My day ended with one last scrub at a hammam, and then tea at Rick's Café. My flight to Paris left at dawn the next morning, and a later transatlantic flight whisked me back to Houston in time to celebrate the New Year with much-needed sleep in my own bed.
What I've written describes only a fraction of my adventures! Morocco is a remarkable place to travel, a country in which people, landscapes, cities, and markets are equally captivating. I intend to return at least once for more walking in the Atlas and a visit to the Sahara ... the lengthy travel times didn't justify a trip to the desert this time.
Greetings from the Netherlands
by Frans de Been
Oosterhout, The Netherlands
Hello, my friends in the USA!
Yes, we passed Easter this year not at home. As you already know, the 31st of March we are married for 30 years. We asked the children, what are we going to do about that? A feast or a visit of the children's choice?
After a short discussion, they came back with: "PARIS."
OK, it was for Rian and me! Almost 30 years ago that we had visited Paris. So it will be Paris.
Easter Weekend In Paris
We departed Friday at 9:30 a.m. We went away from Oosterhout with rain, but when we came more south it started to clear up. After a short trip (410 km -- that's 260 miles) we came into Paris around 2:30 p.m.
As soon as we put our things in the hotel (car below into the garage to be safe), we went to the metro station. If you want to visit Paris, you must take the metro. We had a three-day ticket for bus and metro for €76.00 (€19.00 per person). In 10 minutes we went to the heart of the city.
We visited the Eiffel Tower and some shops of the Avenue Des Champs Elysee. The window of the Cartier store was fantastic. Look, they have nice prices for that watch I saw for €240.000 and the nice ring for 12.000 €. Oops!!!!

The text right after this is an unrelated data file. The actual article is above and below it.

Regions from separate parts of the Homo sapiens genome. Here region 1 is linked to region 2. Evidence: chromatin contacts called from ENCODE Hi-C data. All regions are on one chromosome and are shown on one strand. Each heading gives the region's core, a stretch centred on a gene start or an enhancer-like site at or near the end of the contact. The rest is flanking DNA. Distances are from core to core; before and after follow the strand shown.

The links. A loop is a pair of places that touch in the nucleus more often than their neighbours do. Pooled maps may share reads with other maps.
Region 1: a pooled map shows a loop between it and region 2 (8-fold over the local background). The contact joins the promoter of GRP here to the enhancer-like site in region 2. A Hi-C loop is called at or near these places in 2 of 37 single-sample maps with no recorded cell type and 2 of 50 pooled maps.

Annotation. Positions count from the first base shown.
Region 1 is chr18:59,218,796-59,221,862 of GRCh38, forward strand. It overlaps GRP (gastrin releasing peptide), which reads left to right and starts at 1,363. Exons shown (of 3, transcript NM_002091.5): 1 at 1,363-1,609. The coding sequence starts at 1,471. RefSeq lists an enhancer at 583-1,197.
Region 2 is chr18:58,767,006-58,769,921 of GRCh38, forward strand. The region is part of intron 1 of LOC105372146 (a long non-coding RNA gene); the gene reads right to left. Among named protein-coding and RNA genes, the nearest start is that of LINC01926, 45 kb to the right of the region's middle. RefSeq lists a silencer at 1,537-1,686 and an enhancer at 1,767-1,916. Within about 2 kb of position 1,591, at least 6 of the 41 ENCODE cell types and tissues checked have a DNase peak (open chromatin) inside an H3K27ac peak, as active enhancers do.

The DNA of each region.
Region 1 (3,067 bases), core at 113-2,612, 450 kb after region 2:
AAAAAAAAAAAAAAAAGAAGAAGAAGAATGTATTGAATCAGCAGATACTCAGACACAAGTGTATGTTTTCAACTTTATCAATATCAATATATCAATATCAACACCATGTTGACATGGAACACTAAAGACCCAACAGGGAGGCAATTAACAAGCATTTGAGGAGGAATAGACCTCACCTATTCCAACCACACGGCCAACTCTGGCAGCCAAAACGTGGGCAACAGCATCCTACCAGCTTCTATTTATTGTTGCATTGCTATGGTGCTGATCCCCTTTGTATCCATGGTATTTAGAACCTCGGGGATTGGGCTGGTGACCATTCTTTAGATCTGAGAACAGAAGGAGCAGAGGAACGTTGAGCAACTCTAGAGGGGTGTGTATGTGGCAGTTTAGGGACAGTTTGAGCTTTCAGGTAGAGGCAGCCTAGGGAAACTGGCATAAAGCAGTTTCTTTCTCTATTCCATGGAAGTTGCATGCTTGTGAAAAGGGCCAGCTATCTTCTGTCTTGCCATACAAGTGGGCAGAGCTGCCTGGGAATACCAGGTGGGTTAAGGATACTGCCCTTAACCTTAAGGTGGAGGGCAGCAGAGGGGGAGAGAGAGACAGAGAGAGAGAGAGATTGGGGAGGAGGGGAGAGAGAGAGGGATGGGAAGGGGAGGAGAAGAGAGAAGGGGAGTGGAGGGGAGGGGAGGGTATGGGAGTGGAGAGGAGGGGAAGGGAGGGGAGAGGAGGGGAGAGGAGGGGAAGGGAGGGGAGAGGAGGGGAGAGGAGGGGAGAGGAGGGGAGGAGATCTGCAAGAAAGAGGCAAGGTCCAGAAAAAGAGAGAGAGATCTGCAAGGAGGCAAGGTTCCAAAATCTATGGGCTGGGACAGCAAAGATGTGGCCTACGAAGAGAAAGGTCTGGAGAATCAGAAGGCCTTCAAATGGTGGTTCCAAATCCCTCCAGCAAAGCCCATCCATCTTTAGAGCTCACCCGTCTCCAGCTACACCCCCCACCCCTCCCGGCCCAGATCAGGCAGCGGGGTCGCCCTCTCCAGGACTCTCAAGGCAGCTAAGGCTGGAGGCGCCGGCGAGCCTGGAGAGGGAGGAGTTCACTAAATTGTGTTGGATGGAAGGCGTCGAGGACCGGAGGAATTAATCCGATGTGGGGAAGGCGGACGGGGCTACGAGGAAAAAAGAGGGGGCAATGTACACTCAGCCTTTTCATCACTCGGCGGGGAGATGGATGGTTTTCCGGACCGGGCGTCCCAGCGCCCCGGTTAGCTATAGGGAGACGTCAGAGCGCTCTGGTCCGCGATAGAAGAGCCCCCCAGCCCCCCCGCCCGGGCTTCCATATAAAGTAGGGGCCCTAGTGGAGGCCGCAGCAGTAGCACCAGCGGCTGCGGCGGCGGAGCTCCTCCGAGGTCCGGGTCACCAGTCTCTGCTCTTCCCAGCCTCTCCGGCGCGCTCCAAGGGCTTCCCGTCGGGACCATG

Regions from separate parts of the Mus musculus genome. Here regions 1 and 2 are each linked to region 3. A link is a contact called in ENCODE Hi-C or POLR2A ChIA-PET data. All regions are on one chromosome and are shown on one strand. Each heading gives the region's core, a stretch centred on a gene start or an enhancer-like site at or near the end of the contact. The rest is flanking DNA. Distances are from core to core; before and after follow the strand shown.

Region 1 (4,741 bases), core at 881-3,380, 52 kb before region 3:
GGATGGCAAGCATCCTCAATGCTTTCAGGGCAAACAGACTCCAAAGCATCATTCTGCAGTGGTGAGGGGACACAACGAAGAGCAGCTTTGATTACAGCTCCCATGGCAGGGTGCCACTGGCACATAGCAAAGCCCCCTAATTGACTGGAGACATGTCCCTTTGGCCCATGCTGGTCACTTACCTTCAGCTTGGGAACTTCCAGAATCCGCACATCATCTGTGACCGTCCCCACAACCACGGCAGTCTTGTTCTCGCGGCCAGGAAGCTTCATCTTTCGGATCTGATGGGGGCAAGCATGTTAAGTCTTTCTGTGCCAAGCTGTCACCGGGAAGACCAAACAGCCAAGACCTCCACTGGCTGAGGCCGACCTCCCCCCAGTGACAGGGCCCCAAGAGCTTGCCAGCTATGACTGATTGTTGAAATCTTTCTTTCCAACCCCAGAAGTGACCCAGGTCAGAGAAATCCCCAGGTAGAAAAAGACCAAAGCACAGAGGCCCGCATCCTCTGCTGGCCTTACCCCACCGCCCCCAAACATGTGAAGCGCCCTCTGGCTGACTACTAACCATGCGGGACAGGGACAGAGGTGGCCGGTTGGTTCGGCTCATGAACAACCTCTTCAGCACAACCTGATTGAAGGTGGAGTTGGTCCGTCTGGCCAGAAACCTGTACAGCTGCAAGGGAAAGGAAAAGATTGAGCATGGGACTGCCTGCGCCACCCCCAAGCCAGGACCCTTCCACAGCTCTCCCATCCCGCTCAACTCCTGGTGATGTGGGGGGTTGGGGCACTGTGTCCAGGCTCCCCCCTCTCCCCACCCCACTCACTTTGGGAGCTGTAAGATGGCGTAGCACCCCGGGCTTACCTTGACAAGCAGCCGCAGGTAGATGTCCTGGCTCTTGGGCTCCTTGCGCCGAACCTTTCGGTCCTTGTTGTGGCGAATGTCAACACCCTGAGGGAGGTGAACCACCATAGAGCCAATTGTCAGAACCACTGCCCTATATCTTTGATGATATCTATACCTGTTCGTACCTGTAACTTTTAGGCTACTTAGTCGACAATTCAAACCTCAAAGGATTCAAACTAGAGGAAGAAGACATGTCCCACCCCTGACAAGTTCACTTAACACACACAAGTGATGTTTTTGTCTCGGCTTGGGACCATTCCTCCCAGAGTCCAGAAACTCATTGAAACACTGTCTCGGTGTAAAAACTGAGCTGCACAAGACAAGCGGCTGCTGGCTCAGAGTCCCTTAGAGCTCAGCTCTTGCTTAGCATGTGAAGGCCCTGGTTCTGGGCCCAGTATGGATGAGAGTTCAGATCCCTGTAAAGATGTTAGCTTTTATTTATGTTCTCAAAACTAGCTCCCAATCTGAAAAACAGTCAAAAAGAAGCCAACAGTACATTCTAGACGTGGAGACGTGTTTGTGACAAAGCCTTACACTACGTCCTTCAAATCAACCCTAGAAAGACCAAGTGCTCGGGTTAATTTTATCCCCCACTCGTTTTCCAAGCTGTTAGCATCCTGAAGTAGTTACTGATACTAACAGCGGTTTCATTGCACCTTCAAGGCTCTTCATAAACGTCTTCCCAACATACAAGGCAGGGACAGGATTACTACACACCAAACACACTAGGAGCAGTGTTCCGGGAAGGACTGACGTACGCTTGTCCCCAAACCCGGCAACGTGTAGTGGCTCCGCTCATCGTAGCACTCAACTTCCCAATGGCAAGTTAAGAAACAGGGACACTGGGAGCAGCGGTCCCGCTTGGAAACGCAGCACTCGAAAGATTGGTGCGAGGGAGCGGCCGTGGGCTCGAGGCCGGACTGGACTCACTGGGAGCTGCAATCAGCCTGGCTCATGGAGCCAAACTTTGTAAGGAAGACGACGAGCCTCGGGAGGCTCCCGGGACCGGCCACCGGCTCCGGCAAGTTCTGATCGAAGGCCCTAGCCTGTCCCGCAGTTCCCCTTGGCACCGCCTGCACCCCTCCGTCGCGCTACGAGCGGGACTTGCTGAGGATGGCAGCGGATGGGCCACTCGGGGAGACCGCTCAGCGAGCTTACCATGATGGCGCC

Click here for a web gallery to see for yourself more pictures of our three days in Paris ... the Arc de Triomphe, the Eiffel Tower, the Place de la Concorde, the impressive Basilica of Sacré-Coeur and its steps, Montmartre the art-plaza, a boat tour on the Seine ... and the rest of the story.
$ A Long Time Ago !
The rain had stopped by the time we reached the top of Wesser Bald and began the 2,900-foot drop to the Nantahala River. Each hundred-foot drop in elevation was like moving forward in time one day further into spring. Carpets of delicate spring flowers in lovely shades of pink, yellow, blue and white soon surrounded us. I waded through them, greeting them by name and introducing them to Mic and Kyra. As I later wrote in the log:
"These were still the earliest of spring flowers, but even so, what a variety! The bloodroot was mixed with similar flowers like rue anemone, sharp-lobed hepatica, and chickweed. I saw spring beauties, trout lilies, and carpets of violets. Trilliums were in bud. Trailing arbutus gave way to buttercups and birdfoot violets.
"Most of these I'd never seen before, but hours of flower book reading made new discoveries seem like old acquaintances. The whole afternoon was spring. I forgot my pack and nearly walked off the ends of switchbacks, fell into creeks, and bumped into trees. Paradise! How I dreaded to go up into winter again."